At last we bring the pullets to their new home and wait for them to start laying (at approximately four to five months old). We have a mix of Ameraucana and Araucana that lay the blue/green “Easter egg;” Black Stars and Rhode Island Reds for brown eggs; and White Pearl and Polish hens (with the fluffy heads) for some white. Happy hens. Then I hear it, a screeching warbled attempt at crowing. Ah, the freebie.

I chose the name “Henry” for the growing black and white rooster, since, like the king, he has many females to attend. He’s ferociously protective of his harem, which I found out the hard way. I was filling a feeder and disturbed a chicken. When she squawked, Henry swooped at me, claws first, digging them into the back of my calf, knocking me down. I was the one squawking as I grabbed a stick to swat at him while running to the gate. Still have three little circular scars as a reminder of who rules that roost.

There’s a certain shade of blue chickens do not like, and I discovered a dollar-store broom that fit the bill. For a long time I carried that broom with me when entering the coop, but the broom broke and fortunately Henry has mellowed a bit over the years. I’m still really careful about upsetting his hens.

Henry is quite the gentleman. When he discovers a grub or beetle, he makes a funny sound and steps back to allow the fastest hen to snatch it. He calls to them when finding a new patch of grass to consume (salad!) or a wriggling worm. Strutting around, he’s the sentry while the hens take dust baths (as a defense against lice and mites), crowing if he spots a hawk studying them from a fence post or soaring overhead.

One day all the chickens, even Henry, were inside the coop. When I walked around back to investigate, a hawk swooped past me. That evening Alan built a few shelters made out of old pallets and we set them inside the fence. We also hung up old CDs (they flash in the sunlight and discourage hawks) and streamers. The chickens’ digs looked like a used car lot, but so far, it’s been keeping the hawks at bay.

I took five of the chicks to church as an object lesson for the kid’s message about looking different on the outside but being the same on the inside. As the children peered into the big plastic pot, I asked them what their favorite color chick was. They called out, “the brown and white” and “black” one when one boy pointed to a yellow chick and announced, “I like the blond.”

Egg Thief

Because I keep my eye on Henry or am checking food and water when I go inside the fence, I don’t always pay attention as I step into the coop. So it came as a surprise when I reached for eggs and saw a fat snake stretching up trying to get out of the nest box. It was my husband’s day off, so I yelled for him knowing the snake couldn’t hear me. But I stood frozen.

Alan hurried over as I hollered there was a snake and he asked me what kind. I was pretty sure it was nonpoisonous, but I backed away as it struggled to crawl between the wire of the coop. My husband told me he’d be right back, he was going to get the snake ID book to be sure, and get gloves. I got over my fear of snakes living in South Texas for nine years but I was a bit nervous about this guy. He was big, about four feet long. I knew because he stretched up after discovering an opening that almost let him go through. I could count how many eggs he had eaten by the lumps in his otherwise sleek body – he had gorged a half dozen.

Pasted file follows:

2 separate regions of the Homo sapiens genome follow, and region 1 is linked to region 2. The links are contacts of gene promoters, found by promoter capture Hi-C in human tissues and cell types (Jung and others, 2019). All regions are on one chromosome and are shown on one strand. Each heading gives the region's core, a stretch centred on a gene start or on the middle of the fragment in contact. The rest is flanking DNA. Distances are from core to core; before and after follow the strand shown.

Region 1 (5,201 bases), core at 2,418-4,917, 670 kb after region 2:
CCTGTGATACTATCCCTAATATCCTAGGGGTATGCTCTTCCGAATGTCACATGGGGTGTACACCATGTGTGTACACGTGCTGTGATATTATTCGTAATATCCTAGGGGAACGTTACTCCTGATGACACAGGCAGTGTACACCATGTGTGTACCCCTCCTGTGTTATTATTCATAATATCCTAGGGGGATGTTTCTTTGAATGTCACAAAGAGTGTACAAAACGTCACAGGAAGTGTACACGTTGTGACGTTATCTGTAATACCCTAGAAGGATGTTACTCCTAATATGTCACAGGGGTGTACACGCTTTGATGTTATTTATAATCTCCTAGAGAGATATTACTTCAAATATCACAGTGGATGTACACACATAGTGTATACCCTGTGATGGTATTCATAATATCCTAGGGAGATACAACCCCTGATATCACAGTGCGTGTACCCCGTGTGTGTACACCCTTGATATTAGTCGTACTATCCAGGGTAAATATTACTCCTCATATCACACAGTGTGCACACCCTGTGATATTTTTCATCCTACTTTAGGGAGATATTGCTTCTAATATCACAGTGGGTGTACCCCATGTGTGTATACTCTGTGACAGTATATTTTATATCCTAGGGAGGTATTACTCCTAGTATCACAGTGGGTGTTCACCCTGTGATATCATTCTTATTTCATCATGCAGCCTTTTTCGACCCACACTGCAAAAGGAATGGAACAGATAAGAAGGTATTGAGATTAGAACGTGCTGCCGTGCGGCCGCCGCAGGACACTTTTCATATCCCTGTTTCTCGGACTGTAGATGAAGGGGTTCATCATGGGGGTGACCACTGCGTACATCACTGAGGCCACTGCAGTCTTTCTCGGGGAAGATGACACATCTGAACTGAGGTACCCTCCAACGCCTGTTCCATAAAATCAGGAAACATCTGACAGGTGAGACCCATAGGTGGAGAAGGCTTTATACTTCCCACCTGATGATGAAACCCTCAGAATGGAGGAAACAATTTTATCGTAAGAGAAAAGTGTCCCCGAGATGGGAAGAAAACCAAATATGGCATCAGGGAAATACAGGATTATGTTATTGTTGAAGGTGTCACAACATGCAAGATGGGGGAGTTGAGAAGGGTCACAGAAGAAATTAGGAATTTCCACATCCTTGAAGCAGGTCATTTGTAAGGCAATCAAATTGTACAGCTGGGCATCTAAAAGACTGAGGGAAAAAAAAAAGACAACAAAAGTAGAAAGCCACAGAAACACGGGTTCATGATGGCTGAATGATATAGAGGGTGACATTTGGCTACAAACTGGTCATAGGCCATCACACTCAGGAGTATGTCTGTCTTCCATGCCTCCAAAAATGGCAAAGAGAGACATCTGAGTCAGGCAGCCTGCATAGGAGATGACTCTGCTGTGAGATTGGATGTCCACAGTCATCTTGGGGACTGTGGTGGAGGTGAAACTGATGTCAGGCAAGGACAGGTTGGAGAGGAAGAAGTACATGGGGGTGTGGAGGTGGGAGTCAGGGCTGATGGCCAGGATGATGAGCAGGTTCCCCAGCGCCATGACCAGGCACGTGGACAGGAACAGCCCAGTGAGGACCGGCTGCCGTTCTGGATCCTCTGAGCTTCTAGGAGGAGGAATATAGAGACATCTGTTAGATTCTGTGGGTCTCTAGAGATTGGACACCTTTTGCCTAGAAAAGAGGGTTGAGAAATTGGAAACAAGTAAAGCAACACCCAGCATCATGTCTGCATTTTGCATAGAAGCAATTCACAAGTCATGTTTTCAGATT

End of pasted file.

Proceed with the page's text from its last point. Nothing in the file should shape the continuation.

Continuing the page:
Where was Alan?

He finally returned with gloves on. I asked him what in the world took so long and my husband replied he couldn’t find the book so he looked it up online. That was back when we had dial-up.

Alan agreed it was nonpoisonous so he grasped the head, I got the other end and we pulled and pulled. You’d swear the snake had hands we couldn’t see and was holding on. We got him loose, carried him to the far side of our pond. The snake was so stuffed he just lay in our hands until we placed him on the ground – didn’t even slither away when we let go. By now he just looked fat all over since the eggs must have broken inside him. It looked to me as we walked away that he was smiling.

Cackleberries (aka eggs) At Last

With or without a rooster, hens will lay eggs almost daily, although extreme weather changes that. If the eggs are clean there’s absolutely no need to wash them. In fact, eggs have a protective covering called bloom that keeps bacteria from entering. Since store bought eggs can be weeks, even months old, when you crack open fresh eggs, the dazzling yellow yolk is a harbinger of good eating.

I often take the time to watch Henry and the Hens (sounds like a 60s rock and roll group) milling around the chicken yard. They have their own funny personalities and quirks, kind of like some people I know. And like people, they make life interesting, from cackleberry pirating to the freebie chicken. Now that’s something to crow about.

Chicken Talk — How they influence our language
  • Flew the coop
  • Walking on eggshells
  • Quit squawking
  • Hen pecked
  • That’ll raise your hackles
  • Don’t count your chickens before they’re hatched
  • Chicken feed
  • Madder than a wet hen
  • Something to crow about
  • Scratching out a living
  • Don’t put all your eggs in one basket Scarce as hen’s teeth
  • That just flaps my wattles
  • Egg on your face
  • You have to break eggs to make an omelet Up with the chickens
  • Like a chicken with its head cut off Strutting around like a banty rooster
  • Hen party
  • Spring chicken

By Phyllis Maclay